Wi­d­ower finds com­pan­ion­ship, but isn’t ready for ro­mance

The Washington Times Daily - - LIFE - ABI­GAIL VAN BUREN AN­DREWS MCMEEL SYN­DI­CA­TION

DEAR ABBY: My wife died of can­cer four years ago. She was my best friend, and the pain of los­ing her was more than I could cope with. I was in a fog for about two years, just go­ing through the mo­tions. Even­tu­ally the fear of spend­ing the next 20 to 30 years alone drove me to try in­ter­net dat­ing. I met some nice women and some very strange ones, but noth­ing came of it.

Then a year ago, an old friend in­tro­duced me to “Elaine.” We hit it off im­me­di­ately. We share the same in­ter­ests and off­beat sense of hu­mor, and I have grown fond of her. She’s in­tel­li­gent, kind and easy on the eyes. Our grown kids get along very well.

Our mu­tual friend told me that Elaine said she loves me and would be thrilled if I pro­posed — I guess to en­cour­age me to the next level. My prob­lem is, I’m still in love with my late wife.

If Elaine one day tells me she loves me, how do I re­spond with­out hurt­ing her feel­ings or mak­ing her with­draw? I can see my­self lov­ing her in the fu­ture, but I am still silently mourn­ing my wife. I don’t want to chase Elaine away, so please tell me what to do. — NEW YORK WI­D­OWER

DEAR WI­D­OWER: You and Elaine ap­pear to have a com­mu­ni­ca­tion prob­lem. You are both adults. If she has fallen in love with you, you shouldn’t have to hear it from a mu­tual friend.

You owe it to her to have a frank talk with her be­cause she needs to know that you don’t in­tend to re­marry un­til you are over the loss of your late wife. She may de­cide to stick it out and wait or, as you say, de­cide to move on. But at least she’ll know what she’s deal­ing with.

It might be a good idea for you to con­sult a grief ther­a­pist. Be­cause if you do, it may make it eas­ier for you to move for­ward with your life.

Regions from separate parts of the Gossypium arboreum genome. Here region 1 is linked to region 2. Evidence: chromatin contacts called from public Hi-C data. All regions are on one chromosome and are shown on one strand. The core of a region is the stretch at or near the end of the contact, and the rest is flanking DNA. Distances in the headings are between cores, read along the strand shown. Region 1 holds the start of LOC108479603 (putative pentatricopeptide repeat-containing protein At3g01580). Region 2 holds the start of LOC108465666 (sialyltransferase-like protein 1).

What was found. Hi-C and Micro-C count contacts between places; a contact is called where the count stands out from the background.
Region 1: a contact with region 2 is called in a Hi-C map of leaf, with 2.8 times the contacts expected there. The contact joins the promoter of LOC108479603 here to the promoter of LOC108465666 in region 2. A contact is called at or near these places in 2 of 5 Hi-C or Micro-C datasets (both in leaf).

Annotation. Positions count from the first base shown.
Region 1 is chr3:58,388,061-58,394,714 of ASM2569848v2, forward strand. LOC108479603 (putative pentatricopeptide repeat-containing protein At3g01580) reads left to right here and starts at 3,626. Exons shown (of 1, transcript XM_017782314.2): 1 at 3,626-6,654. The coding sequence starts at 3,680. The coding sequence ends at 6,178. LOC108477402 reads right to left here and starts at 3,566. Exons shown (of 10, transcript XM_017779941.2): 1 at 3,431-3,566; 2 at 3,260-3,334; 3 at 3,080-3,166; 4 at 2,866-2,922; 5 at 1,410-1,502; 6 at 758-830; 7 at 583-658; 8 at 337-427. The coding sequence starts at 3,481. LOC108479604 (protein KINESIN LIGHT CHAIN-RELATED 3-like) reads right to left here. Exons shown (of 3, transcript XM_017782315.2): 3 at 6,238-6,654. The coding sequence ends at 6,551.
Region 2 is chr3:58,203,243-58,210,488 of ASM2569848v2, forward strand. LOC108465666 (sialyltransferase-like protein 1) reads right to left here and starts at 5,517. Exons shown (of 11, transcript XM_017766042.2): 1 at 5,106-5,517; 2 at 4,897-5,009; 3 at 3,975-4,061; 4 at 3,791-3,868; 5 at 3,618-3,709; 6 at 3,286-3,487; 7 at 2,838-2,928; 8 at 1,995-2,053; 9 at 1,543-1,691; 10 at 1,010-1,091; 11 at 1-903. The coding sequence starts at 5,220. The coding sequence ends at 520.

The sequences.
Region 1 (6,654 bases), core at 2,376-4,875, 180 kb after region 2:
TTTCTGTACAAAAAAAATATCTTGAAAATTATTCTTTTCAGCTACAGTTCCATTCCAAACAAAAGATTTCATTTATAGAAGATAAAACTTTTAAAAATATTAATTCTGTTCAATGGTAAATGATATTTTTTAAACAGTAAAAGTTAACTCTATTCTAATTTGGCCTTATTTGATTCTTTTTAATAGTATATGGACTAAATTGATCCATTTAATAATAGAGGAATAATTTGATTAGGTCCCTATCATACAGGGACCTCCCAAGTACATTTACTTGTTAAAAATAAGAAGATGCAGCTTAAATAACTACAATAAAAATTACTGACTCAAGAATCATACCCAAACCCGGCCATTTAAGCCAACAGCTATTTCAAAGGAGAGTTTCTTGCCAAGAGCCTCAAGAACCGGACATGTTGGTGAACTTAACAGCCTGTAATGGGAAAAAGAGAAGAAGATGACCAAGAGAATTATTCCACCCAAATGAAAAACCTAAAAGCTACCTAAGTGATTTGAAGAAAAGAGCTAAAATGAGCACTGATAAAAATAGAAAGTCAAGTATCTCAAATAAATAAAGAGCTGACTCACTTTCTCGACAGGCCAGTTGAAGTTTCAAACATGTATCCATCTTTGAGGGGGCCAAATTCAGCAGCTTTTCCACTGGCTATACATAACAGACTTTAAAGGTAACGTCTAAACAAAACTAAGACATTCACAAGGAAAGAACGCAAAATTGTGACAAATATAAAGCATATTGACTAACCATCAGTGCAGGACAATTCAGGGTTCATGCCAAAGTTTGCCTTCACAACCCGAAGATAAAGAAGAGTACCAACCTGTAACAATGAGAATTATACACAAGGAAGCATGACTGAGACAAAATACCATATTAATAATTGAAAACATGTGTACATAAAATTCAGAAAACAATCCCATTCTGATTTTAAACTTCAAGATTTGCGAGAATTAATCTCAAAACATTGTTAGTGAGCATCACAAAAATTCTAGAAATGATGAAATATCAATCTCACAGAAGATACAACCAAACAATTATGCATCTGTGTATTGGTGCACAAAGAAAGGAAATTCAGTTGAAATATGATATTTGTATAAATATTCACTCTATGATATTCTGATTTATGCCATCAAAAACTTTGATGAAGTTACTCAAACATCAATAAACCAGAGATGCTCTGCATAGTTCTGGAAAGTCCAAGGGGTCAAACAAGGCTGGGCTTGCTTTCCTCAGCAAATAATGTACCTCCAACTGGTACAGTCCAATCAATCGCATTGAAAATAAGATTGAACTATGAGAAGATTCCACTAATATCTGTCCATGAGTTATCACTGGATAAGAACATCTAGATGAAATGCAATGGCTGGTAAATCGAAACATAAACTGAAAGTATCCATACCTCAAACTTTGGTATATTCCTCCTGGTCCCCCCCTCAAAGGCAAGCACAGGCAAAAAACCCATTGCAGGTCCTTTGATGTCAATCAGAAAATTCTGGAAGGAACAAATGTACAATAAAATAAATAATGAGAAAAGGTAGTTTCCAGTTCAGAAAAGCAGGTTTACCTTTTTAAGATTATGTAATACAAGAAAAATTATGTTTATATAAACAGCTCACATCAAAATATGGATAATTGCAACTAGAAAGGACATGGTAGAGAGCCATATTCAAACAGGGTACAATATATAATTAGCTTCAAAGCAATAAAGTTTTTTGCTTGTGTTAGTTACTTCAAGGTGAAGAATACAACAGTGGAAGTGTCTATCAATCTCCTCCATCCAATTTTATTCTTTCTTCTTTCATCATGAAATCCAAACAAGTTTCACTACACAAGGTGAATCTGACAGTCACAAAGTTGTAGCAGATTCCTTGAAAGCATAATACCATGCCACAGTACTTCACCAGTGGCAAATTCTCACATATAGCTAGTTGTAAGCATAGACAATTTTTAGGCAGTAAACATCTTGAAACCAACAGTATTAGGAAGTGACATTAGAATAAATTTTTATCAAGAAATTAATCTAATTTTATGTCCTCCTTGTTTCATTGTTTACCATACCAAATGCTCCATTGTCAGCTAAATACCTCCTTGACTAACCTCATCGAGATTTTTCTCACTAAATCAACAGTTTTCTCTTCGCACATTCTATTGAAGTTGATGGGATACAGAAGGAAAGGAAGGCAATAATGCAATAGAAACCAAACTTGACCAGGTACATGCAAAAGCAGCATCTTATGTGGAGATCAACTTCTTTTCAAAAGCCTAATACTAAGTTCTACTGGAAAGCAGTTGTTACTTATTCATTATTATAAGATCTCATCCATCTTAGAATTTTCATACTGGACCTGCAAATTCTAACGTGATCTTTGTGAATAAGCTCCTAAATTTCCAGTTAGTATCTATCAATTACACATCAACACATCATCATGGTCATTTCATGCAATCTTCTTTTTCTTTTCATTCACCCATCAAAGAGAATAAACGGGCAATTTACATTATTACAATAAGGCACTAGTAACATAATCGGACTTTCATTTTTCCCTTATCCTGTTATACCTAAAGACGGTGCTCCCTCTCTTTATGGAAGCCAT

DEAR ABBY: Our friend’s adult chil­dren in­vited us to a birth­day party they were throw­ing for their par­ent at a restau­rant. As we were or­der­ing, the server asked if the checks would be sep­a­rate or cou­ples. (This was our first clue that we were ex­pected to pay.) For us, it was no prob­lem, but an el­derly cou­ple had a long dis­cus­sion about how they would pay.

When invit­ing guests to a party, is it proper to ex­pect them to pay for their din­ner? And if so, how should it be phrased in the in­vi­ta­tion? If no men­tion is made, how would one in­quire as to how the bill is han­dled?

This has never come up be­fore. Hosts (in­clud­ing us) have al­ways picked up the tab. — CAUGHT OFF GUARD IN OHIO

DEAR CAUGHT OFF GUARD: How em­bar­rass­ing for that older cou­ple, not to men­tion your friend.

Un­less it is dis­cussed or agreed upon be­fore­hand, a host is ex­pected to pick up the check. (That’s what “host” means.) If guests will be ex­pected to pay for their own drinks (or meals), then the oc­ca­sion is a “no host” gath­er­ing. That the guests were ex­pected to pay for their own meal should not have been an­nounced at the last minute; it should have been men­tioned when the in­vi­ta­tion was is­sued.

As to how to ask who will be pay­ing when you are in­vited out, please know that ask­ing that ques­tion isn’t rude — par­tic­u­larly in light of what you ex­pe­ri­enced.

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